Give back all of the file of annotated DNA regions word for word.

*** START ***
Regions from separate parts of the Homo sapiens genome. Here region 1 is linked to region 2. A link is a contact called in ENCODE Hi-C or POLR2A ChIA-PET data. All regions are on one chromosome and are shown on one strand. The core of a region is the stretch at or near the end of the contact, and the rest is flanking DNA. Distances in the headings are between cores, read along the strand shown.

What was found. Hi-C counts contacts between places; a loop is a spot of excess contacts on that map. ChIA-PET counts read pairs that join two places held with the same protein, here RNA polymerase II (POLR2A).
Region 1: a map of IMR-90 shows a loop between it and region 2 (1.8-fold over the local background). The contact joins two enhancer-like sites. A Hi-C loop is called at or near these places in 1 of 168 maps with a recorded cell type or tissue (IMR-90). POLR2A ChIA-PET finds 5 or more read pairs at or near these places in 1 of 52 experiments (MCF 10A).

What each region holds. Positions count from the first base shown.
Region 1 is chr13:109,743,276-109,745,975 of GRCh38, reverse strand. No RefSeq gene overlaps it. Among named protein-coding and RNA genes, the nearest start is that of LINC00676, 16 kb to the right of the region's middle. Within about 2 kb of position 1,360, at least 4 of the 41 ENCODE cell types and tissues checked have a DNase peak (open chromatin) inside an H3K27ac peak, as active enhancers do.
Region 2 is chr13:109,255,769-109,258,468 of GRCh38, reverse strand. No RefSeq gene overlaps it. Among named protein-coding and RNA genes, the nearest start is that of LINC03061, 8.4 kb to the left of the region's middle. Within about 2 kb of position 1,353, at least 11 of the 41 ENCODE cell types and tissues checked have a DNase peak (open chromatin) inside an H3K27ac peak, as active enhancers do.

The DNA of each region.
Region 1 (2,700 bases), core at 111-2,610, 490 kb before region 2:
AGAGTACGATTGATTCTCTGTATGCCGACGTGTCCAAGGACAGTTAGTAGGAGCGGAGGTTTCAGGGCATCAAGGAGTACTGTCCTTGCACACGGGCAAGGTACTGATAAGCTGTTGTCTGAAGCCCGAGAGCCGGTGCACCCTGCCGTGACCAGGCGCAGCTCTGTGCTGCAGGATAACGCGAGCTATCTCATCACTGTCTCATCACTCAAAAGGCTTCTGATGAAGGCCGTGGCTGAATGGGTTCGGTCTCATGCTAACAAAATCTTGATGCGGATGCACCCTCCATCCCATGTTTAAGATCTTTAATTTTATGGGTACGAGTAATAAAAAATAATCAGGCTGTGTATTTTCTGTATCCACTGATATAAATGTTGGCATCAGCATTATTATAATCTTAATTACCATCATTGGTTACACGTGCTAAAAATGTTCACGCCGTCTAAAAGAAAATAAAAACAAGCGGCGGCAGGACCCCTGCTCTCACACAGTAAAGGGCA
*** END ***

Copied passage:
Regions from separate parts of the Homo sapiens genome. Here region 1 is linked to region 2. A link is a contact called in ENCODE Hi-C or POLR2A ChIA-PET data. All regions are on one chromosome and are shown on one strand. The core of a region is the stretch at or near the end of the contact, and the rest is flanking DNA. Distances in the headings are between cores, read along the strand shown.

What was found. Hi-C counts contacts between places; a loop is a spot of excess contacts on that map. ChIA-PET counts read pairs that join two places held with the same protein, here RNA polymerase II (POLR2A).
Region 1: a map of IMR-90 shows a loop between it and region 2 (1.8-fold over the local background). The contact joins two enhancer-like sites. A Hi-C loop is called at or near these places in 1 of 168 maps with a recorded cell type or tissue (IMR-90). POLR2A ChIA-PET finds 5 or more read pairs at or near these places in 1 of 52 experiments (MCF 10A).

What each region holds. Positions count from the first base shown.
Region 1 is chr13:109,743,276-109,745,975 of GRCh38, reverse strand. No RefSeq gene overlaps it. Among named protein-coding and RNA genes, the nearest start is that of LINC00676, 16 kb to the right of the region's middle. Within about 2 kb of position 1,360, at least 4 of the 41 ENCODE cell types and tissues checked have a DNase peak (open chromatin) inside an H3K27ac peak, as active enhancers do.
Region 2 is chr13:109,255,769-109,258,468 of GRCh38, reverse strand. No RefSeq gene overlaps it. Among named protein-coding and RNA genes, the nearest start is that of LINC03061, 8.4 kb to the left of the region's middle. Within about 2 kb of position 1,353, at least 11 of the 41 ENCODE cell types and tissues checked have a DNase peak (open chromatin) inside an H3K27ac peak, as active enhancers do.

The DNA of each region.
Region 1 (2,700 bases), core at 111-2,610, 490 kb before region 2:
AGAGTACGATTGATTCTCTGTATGCCGACGTGTCCAAGGACAGTTAGTAGGAGCGGAGGTTTCAGGGCATCAAGGAGTACTGTCCTTGCACACGGGCAAGGTACTGATAAGCTGTTGTCTGAAGCCCGAGAGCCGGTGCACCCTGCCGTGACCAGGCGCAGCTCTGTGCTGCAGGATAACGCGAGCTATCTCATCACTGTCTCATCACTCAAAAGGCTTCTGATGAAGGCCGTGGCTGAATGGGTTCGGTCTCATGCTAACAAAATCTTGATGCGGATGCACCCTCCATCCCATGTTTAAGATCTTTAATTTTATGGGTACGAGTAATAAAAAATAATCAGGCTGTGTATTTTCTGTATCCACTGATATAAATGTTGGCATCAGCATTATTATAATCTTAATTACCATCATTGGTTACACGTGCTAAAAATGTTCACGCCGTCTAAAAGAAAATAAAAACAAGCGGCGGCAGGACCCCTGCTCTCACACAGTAAAGGGCA